The next morning is sunny and windy, but the wrong way! We don’t feel much the 60 km covered yesterday, and the current eventually helps us. We still see embankments and concrete: How against nature, as well as the walls that we find in Pfelling, when we stop for a rest. Proudly (as you can tell by the many pictures hanging in the local shops) the locals, on top of building many houses close to the river banks, have thought: “Why can’t we just get rid altogether of the river floods, by building a huge wall?”
In doing so, they’ve killed so many beautiful trees. Beside the horrible sight, don’t you think that sooner or later the river will come to collect its toll? Could it be done in a different, more respectful way? Andrea is quite upset, and I with him. Beate sends me a nice quotation of Brecht: “We often speak of the violence of a river, but never of the violence of the banks that confine it.”
Aren’t we aware of the harm caused to these life-rich environments? Without floods, the plains die and we have to fertilise them with chemical product. What about fishes? At last, sooner or later the embankments fall down, causing real damages.
All of this just for the stubbornness to live in places unfit for human settling. If I sit for a coffee behind a dangerous bend, I know there will be some chances to be hit by a truck… What’s the solution? Building a brick wall or switch on the brain? Funny to say, we call ourselves Sapiens! Franny Armstrong’s right, we live in the Age of Stupid.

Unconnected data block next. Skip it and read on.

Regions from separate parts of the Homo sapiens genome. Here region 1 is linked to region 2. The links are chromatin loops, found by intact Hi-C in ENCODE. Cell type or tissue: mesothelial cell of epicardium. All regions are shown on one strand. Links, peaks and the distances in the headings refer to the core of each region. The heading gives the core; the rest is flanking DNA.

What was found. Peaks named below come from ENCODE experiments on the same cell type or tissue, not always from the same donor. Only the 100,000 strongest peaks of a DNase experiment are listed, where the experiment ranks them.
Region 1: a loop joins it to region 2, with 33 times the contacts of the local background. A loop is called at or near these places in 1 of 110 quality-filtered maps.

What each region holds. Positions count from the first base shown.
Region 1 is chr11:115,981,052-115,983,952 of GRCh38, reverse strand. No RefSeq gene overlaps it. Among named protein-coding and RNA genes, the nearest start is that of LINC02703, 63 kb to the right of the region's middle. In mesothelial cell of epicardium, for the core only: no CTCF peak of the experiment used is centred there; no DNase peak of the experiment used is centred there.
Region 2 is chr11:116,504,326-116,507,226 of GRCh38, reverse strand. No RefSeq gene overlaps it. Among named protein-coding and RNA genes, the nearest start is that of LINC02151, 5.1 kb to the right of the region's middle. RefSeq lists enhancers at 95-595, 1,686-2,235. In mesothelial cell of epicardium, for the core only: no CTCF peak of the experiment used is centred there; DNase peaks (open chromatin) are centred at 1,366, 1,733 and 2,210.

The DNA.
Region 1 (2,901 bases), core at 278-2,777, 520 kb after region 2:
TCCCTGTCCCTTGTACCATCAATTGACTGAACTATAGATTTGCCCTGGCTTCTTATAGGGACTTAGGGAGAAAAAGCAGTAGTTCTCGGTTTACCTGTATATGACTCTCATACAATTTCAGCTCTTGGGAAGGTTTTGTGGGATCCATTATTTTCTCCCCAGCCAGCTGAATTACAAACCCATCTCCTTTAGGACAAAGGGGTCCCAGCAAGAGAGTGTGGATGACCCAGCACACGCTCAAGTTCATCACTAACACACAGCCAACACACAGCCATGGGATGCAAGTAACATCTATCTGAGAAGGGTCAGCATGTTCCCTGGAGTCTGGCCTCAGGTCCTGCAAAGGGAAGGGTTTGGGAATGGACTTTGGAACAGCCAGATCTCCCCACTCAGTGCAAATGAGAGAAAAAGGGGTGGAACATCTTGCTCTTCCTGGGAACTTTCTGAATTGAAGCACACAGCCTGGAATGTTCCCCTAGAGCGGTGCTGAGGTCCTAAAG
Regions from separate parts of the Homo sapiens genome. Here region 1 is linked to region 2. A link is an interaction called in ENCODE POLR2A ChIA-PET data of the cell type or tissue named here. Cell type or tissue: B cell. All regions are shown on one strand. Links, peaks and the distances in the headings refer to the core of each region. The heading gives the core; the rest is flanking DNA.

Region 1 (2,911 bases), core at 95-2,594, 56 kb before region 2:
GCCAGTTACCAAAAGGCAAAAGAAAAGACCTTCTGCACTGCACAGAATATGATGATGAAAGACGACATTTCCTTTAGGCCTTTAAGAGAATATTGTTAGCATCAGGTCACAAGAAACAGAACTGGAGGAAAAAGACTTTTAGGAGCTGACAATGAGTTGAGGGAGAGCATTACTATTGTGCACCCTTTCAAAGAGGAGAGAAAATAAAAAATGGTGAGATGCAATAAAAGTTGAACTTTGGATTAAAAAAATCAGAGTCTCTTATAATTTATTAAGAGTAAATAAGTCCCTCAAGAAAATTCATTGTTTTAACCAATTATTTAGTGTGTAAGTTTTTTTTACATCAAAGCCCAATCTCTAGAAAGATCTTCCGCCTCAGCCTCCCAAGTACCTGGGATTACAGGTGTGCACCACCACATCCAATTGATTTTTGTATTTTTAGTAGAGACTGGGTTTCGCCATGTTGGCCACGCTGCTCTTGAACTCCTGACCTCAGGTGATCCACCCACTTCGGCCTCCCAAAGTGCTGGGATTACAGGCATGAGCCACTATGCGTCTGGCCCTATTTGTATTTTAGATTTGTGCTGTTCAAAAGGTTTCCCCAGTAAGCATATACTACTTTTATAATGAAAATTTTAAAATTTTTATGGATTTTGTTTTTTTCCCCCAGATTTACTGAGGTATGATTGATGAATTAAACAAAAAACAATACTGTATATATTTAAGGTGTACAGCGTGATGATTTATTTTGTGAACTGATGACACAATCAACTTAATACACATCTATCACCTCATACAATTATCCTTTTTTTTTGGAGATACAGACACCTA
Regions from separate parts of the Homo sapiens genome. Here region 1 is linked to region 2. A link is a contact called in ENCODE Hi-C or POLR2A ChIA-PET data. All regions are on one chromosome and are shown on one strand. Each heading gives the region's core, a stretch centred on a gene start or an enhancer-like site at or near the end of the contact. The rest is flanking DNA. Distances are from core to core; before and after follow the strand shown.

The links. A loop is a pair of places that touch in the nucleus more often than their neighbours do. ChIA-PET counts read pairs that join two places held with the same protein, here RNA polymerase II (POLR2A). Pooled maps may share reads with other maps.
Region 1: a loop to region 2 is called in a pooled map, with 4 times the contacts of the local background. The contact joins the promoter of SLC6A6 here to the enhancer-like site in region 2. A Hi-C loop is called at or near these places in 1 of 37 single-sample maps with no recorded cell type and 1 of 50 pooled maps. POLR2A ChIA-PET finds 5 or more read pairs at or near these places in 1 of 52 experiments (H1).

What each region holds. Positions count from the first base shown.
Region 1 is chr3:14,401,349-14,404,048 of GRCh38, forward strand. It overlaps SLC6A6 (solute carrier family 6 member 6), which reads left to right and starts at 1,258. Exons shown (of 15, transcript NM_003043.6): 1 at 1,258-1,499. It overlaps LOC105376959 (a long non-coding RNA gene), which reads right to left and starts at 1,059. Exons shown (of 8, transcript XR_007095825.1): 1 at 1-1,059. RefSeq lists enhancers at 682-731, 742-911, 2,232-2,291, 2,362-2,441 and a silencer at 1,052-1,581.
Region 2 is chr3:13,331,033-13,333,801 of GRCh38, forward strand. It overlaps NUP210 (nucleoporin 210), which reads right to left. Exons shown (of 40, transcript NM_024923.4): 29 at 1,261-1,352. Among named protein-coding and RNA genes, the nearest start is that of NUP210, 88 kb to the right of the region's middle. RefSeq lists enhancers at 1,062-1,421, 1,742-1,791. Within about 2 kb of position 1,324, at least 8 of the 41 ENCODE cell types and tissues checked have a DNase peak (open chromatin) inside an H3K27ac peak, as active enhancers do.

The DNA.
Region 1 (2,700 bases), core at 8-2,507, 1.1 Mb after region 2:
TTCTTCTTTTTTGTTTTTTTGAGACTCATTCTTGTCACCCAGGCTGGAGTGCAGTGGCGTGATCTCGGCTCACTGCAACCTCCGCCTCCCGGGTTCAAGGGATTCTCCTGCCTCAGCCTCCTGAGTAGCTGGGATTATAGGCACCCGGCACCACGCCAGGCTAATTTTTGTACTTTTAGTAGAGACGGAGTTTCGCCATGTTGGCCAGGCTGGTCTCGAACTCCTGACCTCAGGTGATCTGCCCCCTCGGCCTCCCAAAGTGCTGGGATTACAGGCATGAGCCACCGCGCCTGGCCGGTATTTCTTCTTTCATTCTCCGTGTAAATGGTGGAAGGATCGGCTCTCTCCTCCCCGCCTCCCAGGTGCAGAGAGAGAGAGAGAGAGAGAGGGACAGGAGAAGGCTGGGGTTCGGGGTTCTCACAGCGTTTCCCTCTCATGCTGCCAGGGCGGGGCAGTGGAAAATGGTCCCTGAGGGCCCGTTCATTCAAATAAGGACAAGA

Well, after this sermon in a true Cato the Censor fashion (please forgive me), let’s get back to the journey. The Danube has a wonderful, steaming water: Warm when the air is still cool!
We sail at 10 km/h when the wind is on our side, covering about 45 km up to Deggendorf, nice village with many colored houses and, I believe, world’s capital of tuning (these cars lowered and altered to give them an aggressive look, as well as conveying a little sweet Short Penis Syndrome.)
It’s Sunday, time to show off in the main town square. We’re guest in a nice marina hidden behind a river bend. In the morning, I sleep a little longer than usual, cuddled by the noise of a diesel engine coming from the nearby railway line. It takes to the freight port where the big ships load many goods, mostly cereals.
Today is bright and sunny, and the current is very good after the confluence with the Isar that has sped up quite a bit the green Danube. This is one of the best protected, greenest areas in Europe (a rare gem nowadays), an almost natural floodplain.